Seeing opportunities during challenging times is characteristic of a good entrepreneur. When UTS Startup community members Michelle and Maureen saw a need for basic essentials in Newtown during the COVID-19 pandemic, they flexed those skills – and started a movement.

“Address things you can control. Mitigate risk. Focus on productive, positive and wholesome things to keep the creation momentum going,” says Maureen Lee. 

Maureen, fellow UTS Startups community member Michelle Gomes and housemate Joyce Akinpe witnessed first-hand the effect of things they can’t control as a result of the COVID-19 pandemic: friends losing jobs, the plight of international students and their neighbouring (and usually bustling) Asylum Seeker Centre transitioning to on-call attendance.

And so, they created the Newtown Blessing Box.

The birth of the Blessing Box

The first step was go “curbside shopping” for a suitable cupboard to make into a street pantry. 

The cupboard came from a back lane in Camperdown. It whispered to us that its name used to be Camperdown Closet, and that it was happy to pivot in these challenging times and be of service to the community.

Maureen Lee

“A few hours later with the help of Uncle Tony (Michelle’s dad) and his handyman skills, the Newtown Blessing Box was born with what we had in our pantry: a few tins of beans, Weetbix and crackers.”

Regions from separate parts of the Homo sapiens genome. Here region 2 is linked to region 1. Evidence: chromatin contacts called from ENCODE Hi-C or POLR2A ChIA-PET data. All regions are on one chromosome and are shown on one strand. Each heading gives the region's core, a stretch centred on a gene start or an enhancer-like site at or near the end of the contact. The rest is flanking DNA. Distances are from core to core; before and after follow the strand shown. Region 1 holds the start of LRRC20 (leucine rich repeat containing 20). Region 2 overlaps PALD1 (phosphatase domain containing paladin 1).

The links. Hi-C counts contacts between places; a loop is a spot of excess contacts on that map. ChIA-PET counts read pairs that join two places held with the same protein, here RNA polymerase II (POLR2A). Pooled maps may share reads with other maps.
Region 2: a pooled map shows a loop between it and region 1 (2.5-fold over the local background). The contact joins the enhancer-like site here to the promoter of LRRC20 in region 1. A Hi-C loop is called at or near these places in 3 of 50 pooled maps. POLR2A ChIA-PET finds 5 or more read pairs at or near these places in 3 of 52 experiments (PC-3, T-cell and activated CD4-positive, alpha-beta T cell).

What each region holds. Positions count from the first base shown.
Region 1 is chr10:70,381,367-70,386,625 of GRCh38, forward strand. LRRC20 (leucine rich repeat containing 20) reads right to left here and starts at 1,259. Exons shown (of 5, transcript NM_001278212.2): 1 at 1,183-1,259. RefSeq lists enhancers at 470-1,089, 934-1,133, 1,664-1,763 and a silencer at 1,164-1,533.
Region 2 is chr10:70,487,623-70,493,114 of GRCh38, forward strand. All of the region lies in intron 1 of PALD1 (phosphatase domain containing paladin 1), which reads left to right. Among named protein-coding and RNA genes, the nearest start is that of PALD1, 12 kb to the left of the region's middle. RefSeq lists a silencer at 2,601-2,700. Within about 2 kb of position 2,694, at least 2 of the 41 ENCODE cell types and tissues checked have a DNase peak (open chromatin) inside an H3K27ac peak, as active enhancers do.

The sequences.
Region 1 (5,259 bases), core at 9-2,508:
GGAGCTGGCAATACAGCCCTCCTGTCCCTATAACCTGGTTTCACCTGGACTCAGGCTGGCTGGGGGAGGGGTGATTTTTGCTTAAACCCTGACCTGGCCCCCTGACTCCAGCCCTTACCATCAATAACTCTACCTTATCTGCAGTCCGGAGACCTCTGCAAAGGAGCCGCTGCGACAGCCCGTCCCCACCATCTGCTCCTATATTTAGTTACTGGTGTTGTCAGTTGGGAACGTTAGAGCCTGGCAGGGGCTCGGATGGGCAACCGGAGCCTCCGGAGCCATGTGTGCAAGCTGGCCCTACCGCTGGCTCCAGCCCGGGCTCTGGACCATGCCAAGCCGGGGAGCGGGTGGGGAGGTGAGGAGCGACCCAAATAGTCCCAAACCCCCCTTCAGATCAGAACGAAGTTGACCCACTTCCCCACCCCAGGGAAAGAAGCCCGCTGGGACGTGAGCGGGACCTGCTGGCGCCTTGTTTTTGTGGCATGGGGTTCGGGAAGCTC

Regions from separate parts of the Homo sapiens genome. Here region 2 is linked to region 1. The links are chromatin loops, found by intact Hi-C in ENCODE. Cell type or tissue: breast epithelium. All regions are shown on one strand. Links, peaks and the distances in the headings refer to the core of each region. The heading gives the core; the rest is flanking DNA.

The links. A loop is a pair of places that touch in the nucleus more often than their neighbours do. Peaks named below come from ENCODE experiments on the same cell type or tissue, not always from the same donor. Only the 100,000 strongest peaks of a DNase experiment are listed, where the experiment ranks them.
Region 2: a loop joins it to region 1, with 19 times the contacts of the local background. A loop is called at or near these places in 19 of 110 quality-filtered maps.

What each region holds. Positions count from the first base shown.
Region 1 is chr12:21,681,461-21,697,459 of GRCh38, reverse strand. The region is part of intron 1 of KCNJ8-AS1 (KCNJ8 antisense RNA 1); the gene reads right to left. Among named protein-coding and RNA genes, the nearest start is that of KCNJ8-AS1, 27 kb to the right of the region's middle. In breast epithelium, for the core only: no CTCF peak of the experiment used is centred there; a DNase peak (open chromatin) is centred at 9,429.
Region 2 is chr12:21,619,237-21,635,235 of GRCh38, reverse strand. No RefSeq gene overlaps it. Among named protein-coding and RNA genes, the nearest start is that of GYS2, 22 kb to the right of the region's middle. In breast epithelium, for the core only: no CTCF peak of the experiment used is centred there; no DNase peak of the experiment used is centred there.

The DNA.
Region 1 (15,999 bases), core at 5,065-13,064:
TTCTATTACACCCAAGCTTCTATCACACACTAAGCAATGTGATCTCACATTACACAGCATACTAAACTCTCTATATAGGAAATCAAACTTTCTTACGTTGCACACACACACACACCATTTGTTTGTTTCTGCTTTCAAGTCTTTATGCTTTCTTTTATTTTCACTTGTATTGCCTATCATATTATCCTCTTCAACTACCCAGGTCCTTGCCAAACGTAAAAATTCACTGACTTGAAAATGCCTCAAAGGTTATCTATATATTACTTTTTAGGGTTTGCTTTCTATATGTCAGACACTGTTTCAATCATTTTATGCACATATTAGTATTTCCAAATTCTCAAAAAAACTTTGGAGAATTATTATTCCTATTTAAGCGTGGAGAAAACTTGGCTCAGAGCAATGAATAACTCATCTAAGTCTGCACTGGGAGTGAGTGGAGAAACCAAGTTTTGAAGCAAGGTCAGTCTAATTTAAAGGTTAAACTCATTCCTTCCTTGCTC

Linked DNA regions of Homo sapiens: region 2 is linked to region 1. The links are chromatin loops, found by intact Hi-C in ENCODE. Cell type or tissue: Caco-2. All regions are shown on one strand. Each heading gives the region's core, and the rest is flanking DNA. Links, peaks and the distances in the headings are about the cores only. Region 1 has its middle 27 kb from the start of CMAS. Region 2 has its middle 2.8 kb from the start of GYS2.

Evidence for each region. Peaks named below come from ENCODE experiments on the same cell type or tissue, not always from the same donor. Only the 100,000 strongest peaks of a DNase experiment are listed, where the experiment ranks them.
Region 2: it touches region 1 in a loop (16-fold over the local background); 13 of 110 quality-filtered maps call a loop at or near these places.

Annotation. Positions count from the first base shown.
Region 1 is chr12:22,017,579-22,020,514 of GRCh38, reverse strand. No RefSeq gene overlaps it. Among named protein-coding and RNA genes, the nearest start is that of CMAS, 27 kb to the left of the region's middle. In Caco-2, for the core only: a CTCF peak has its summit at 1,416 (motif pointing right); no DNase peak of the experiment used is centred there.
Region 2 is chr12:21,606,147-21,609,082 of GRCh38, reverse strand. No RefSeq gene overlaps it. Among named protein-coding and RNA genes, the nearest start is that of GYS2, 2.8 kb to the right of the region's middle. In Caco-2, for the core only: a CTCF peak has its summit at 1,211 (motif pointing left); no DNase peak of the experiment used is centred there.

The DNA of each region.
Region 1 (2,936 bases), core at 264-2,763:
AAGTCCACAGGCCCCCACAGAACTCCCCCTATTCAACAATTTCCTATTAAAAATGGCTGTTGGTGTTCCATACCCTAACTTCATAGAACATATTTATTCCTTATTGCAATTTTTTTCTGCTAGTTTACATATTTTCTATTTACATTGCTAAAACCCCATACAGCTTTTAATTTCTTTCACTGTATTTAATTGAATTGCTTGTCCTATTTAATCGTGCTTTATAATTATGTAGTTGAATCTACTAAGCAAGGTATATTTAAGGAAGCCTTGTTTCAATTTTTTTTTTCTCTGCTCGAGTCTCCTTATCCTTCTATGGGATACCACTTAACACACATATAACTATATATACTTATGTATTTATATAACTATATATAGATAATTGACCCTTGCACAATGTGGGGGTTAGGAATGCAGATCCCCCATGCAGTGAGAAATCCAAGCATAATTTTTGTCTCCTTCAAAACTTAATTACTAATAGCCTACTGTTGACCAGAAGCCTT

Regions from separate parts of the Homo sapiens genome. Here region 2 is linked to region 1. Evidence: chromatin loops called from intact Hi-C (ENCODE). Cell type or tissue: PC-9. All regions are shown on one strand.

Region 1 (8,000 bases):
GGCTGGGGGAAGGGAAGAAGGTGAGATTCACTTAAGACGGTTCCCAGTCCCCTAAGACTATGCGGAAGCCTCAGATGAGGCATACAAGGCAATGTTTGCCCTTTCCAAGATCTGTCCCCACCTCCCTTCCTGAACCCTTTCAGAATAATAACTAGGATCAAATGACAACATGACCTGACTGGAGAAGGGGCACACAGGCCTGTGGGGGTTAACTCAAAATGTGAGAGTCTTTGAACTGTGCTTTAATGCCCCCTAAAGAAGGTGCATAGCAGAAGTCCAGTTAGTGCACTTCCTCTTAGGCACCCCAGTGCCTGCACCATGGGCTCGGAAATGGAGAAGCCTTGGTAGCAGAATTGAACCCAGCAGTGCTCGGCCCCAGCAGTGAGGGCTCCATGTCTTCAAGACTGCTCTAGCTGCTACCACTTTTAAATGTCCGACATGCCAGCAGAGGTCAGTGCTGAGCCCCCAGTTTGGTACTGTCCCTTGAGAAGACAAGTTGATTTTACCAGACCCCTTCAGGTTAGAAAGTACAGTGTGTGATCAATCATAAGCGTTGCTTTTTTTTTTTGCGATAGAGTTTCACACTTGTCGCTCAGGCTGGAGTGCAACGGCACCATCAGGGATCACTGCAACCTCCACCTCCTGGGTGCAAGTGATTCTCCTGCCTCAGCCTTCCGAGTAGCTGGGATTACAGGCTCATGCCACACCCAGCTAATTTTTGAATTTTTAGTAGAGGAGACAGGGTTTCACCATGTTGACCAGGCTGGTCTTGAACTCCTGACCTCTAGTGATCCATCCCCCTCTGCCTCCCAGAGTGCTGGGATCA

“Along with some dodgy handwritten signage on gaffa tape,” she added, “that says ‘Leave what you can, take what you need’.”

“The cupboard’s now living its authentic truth as the gender-neutral Newtown Blessing Box on the corner of Bedford and Station Streets.”

Blessings for everyone

The word spread quickly that a street pantry had been created thanks to foot traffic from locals, welcoming and thoughtful visual merchandise, and shout outs from local influencers. In its first week of life, it had over 70 visitors a day.

“In what was initially intended to create a street pantry for the asylum seekers, we now clearly see that the whole community is also in need of it,” said Maureen.

Between sanitising the box and its contents multiple times a day, the team have witnessed first-hand why people get involved. “Some people just stare at what others have placed in the box and feel a sense of awe and collectivism, that their community cares,” says Maureen. “They start to think about the needs of others, and how grateful they are to be in a position of relative privilege.”

Create, listen, pivot

Maureen and Michelle are both members of the UTS Startups community; Maureen is studying a Bachelor of Business and Michelle is an alumna of the Juris Doctor. Besides being the world’s best neighbours, they’re are co-founders of Orenda Oracle, a startup (still in incubation) that turns any filmed footage into market-ready video assets within seconds. They see problems as opportunities and do their bit to solve it. 

Perhaps there’s a lesson for us all in these times of change, and isolation. We’re all faced with different and real challenges as a result of COVID-19 that are outside of our control. But with an entrepreneurial mindset like Michelle’s and Maureen’s, there are still many ways you can pivot to connect with the community and support each other. 

You may need to take something from the Newtown Blessing Box today, but next time you might be giving back. 

The Newtown Blessing Box has its own (ever-growing) Instagram page and Facebook group where daily updates and progress are published. Ask them advice on creating a community pantry in your neighbourhood!

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